February 28, 2020

Key Issues When Negotiating a Fitness Lease

Are your fitness leases in shape?  Diagnose them with this article.

Linda S. Koffman

Fitness centers and gyms are a big business. According to Statista, there were more than 37,000 fitness centers in the U.S. in 2017.  This is an increase of more than 5,500 compared to 2012.  In an era with declining activity in retail, fitness center leases provide a growing opportunity for both landlords and tenants.  After representing a number of fitness companies in their lease negotiations, I have come across some key provisions that should be discussed between the landlord and tenant at the letter of intent stage. Early agreement on these issues will lead to a more efficient path in the negotiations and will help a tenant identify the costs allocated between the parties in the lease agreement.

1.  Compliance with Law.

One common area of tension between a landlord and a fitness facility tenant is the delineation of responsibility for compliance with applicable laws concerning the condition of the lease premises.  To a large extent, the economic impact on the tenant will depend on how the parties describe the condition of the lease premises when it is delivered to the tenant.  A landlord, for instance, will often want to deliver the premises “as is,” which means that the tenant will ultimately be responsible for complying with all current and future laws and regulations.  For purpose of this article, the phrase “compliance with laws” also includes private covenants applicable to a specific piece of property.

A tenant will want the premises delivered to it in compliance with all laws applicable to new construction with a clear definition of the work landlord is to perform before turning over the premises to the tenant (whether this is base building work, the actual build out of the tenant improvements or both).  This is particularly important for a fitness facility that will often need specialized tenant improvements.  Gathering this information ahead of time will help avoid any surprise costs a tenant may encounter. 

For instance, if the landlord is responsible for constructing the tenant improvements and bringing any non-compliant areas up to the standard required by law for new construction, this shifts this cost and responsibility to the landlord.  More often than not, however, the tenant will undertake the construction of its tenant improvements.  In such an event, a tenant should hire an engineer who is an expert at building structures and systems to identify any areas which are not in compliance.  The same should be done with a consultant who is an expert in the ADA and, in California, Title 24.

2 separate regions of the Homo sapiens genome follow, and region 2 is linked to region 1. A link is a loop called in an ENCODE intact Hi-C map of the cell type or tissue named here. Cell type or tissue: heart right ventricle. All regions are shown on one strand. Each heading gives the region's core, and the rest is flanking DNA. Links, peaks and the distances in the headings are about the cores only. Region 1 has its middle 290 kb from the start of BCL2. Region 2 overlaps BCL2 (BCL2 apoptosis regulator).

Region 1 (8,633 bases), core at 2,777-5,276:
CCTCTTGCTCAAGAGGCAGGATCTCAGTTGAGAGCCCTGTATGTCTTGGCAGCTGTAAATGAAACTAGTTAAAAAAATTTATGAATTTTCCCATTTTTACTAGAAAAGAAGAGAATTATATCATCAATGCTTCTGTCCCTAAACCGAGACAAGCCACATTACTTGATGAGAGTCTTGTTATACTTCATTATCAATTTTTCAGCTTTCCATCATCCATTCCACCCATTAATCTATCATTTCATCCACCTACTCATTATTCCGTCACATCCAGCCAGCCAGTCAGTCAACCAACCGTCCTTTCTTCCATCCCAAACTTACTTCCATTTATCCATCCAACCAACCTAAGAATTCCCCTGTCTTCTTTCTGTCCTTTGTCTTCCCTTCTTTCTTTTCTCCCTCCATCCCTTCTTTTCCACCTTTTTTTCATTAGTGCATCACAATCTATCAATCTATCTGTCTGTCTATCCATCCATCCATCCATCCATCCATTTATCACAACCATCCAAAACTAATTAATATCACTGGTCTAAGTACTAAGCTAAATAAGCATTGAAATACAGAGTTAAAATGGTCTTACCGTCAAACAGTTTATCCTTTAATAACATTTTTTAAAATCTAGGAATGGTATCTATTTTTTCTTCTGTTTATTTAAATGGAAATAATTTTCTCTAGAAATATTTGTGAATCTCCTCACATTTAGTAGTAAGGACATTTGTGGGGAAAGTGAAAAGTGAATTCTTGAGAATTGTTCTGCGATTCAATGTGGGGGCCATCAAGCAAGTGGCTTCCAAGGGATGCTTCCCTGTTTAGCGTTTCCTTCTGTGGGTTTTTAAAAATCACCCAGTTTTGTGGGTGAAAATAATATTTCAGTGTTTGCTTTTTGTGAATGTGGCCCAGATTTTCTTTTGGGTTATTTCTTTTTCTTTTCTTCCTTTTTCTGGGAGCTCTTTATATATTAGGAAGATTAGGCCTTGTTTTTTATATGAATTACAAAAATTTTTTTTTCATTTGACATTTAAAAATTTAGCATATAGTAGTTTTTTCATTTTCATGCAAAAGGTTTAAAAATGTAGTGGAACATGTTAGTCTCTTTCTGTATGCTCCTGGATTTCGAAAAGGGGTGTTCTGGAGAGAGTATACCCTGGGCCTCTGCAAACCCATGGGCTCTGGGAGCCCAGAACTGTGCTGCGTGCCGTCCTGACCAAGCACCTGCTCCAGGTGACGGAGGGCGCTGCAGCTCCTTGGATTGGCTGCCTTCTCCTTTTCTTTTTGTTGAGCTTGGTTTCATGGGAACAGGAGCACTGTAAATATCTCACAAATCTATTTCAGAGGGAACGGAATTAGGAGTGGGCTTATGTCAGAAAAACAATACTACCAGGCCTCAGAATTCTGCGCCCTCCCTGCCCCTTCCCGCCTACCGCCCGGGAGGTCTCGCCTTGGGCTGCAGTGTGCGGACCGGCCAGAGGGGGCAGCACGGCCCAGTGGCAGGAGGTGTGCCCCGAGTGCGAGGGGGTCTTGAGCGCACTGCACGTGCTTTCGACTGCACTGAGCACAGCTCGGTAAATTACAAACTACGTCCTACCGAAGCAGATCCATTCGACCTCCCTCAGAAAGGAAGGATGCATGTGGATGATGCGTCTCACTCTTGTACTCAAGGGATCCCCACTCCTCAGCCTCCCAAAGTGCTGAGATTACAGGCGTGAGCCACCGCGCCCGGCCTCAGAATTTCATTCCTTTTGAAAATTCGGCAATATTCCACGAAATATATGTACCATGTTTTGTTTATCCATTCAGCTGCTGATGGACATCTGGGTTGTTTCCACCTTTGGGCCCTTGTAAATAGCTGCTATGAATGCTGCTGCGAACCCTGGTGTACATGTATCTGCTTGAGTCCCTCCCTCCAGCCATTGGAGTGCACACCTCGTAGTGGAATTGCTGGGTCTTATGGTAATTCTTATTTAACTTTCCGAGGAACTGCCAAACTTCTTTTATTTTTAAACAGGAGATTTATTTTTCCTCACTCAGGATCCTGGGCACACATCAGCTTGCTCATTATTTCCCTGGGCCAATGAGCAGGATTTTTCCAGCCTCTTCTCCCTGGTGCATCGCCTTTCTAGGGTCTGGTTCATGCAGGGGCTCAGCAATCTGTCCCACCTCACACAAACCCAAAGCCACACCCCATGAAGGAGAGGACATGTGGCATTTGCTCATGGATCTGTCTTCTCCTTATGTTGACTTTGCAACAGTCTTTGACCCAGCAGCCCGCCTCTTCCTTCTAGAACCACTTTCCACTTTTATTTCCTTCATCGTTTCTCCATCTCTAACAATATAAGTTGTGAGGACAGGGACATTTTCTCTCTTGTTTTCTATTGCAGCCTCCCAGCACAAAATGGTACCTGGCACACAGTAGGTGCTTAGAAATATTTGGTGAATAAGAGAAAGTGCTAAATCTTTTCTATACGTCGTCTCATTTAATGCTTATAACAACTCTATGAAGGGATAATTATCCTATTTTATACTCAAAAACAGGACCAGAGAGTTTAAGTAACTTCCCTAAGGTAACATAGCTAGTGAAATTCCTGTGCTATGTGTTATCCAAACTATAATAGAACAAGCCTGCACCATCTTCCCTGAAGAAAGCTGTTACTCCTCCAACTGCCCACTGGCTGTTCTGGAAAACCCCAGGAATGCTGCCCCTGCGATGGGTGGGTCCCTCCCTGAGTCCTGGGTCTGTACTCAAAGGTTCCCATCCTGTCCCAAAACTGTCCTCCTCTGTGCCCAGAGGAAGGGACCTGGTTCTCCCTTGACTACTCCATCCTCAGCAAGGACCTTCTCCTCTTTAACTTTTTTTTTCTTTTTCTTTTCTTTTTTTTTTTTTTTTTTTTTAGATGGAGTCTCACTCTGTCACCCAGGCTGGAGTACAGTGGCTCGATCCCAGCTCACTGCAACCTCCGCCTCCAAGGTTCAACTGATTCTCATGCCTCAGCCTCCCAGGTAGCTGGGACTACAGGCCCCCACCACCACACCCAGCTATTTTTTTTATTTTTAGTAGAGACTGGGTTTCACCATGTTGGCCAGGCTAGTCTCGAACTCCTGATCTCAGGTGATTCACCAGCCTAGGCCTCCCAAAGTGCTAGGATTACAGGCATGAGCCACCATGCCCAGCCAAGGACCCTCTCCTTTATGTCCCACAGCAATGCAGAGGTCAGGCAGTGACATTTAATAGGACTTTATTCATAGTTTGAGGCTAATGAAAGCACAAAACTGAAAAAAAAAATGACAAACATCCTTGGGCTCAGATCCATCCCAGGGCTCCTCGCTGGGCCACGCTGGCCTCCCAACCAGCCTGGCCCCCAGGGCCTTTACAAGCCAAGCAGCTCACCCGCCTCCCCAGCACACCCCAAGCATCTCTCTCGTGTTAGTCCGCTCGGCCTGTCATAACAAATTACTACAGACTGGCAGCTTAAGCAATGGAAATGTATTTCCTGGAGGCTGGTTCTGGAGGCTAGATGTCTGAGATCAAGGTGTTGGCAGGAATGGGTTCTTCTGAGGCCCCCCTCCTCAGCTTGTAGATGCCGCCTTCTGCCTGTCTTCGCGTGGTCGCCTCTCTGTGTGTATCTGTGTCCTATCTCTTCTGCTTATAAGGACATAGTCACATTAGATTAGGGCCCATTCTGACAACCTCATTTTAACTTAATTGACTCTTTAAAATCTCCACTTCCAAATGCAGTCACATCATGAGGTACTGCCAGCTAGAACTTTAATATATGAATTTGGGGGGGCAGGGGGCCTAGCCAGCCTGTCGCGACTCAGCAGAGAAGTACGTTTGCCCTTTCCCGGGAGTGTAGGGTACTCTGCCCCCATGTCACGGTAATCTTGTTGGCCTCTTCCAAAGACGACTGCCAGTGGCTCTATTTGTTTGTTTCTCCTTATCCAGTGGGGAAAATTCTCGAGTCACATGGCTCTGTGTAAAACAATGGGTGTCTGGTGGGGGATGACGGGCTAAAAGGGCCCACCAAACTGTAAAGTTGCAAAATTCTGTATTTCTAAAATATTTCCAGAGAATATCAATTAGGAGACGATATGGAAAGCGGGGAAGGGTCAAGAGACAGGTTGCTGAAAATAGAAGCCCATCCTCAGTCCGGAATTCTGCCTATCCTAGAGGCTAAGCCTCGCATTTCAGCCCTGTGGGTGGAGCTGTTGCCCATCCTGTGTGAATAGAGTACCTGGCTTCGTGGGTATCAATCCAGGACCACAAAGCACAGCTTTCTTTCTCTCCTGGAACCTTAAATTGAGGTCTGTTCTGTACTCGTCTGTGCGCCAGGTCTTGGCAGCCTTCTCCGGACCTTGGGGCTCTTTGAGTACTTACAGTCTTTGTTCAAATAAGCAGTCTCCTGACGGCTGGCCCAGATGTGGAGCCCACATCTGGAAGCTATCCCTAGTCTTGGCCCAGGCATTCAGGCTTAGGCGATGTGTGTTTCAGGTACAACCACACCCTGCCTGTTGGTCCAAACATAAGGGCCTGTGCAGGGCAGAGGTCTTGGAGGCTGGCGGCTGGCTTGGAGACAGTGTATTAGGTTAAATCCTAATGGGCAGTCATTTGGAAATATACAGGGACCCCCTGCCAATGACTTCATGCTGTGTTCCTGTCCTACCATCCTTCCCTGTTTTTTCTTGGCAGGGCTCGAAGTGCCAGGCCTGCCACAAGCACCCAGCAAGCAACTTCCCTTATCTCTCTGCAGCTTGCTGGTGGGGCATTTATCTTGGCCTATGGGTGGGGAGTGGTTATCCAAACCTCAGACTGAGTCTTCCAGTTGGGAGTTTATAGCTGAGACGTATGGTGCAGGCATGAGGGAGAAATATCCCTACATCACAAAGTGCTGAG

It is important for a fitness tenant to know the extent of changes required to comply with the law, so it can factor that cost into the cost of its initial build out to determine whether the tenant improvement allowance offered by the landlord is sufficient to cover these costs and also to estimate the additional time that will be required to bring non-compliant areas into compliance with existing law.  Given that fitness facilities have very specific timelines when memberships surge (i.e. summer time and after the first of the year are opportune times to sign up new members), it is particularly important to plan ahead in order to account for a number of items that could require additional construction or possibly additional time to meet compliance and therefore extend the opening date beyond either of these lucrative time periods.

In order for the tenant to protect itself, notwithstanding that the tenant may otherwise agree to accept the lease premises in its “as is” condition, the tenant should push for a representation and warranty from the landlord that the lease premises and the adjoining property owned by the landlord (including all common areas) is in compliance with all laws including those affecting new construction (disregarding variances and grandfathered rights).  A tenant should never assume the lease premises complies with all applicable laws just because it is in an empty shell condition.

2.  Condition of the Property.

When entering into a lease for a fitness use, it is imperative that the tenant pay particular attention to the condition of the building structure and systems and agree how they will be impacted during the build out of tenant improvements and which party is responsible for maintenance throughout the lease term.  For example, will the tenant’s weight equipment materially increase the load on the structural members?  In order to accommodate the specialized equipment, will the tenant need to penetrate the foundation or the ceiling? 

One area where the condition of the premises can be a big ticket item is the quality and condition of building systems (e.g., plumbing, electrical, HVAC, internet, sewer, etc.).  The issue which comes up most frequently for a gym tenant is the quality and condition of the HVAC.

Given the potential impact the condition of the premises will have on a tenant’s operating budget, it is advisable for the tenant to request certain representations and warranties from the landlord such as the following:

a.     the lease premises is structurally sound (the definition should be described in as much detail as the parties will agree upon);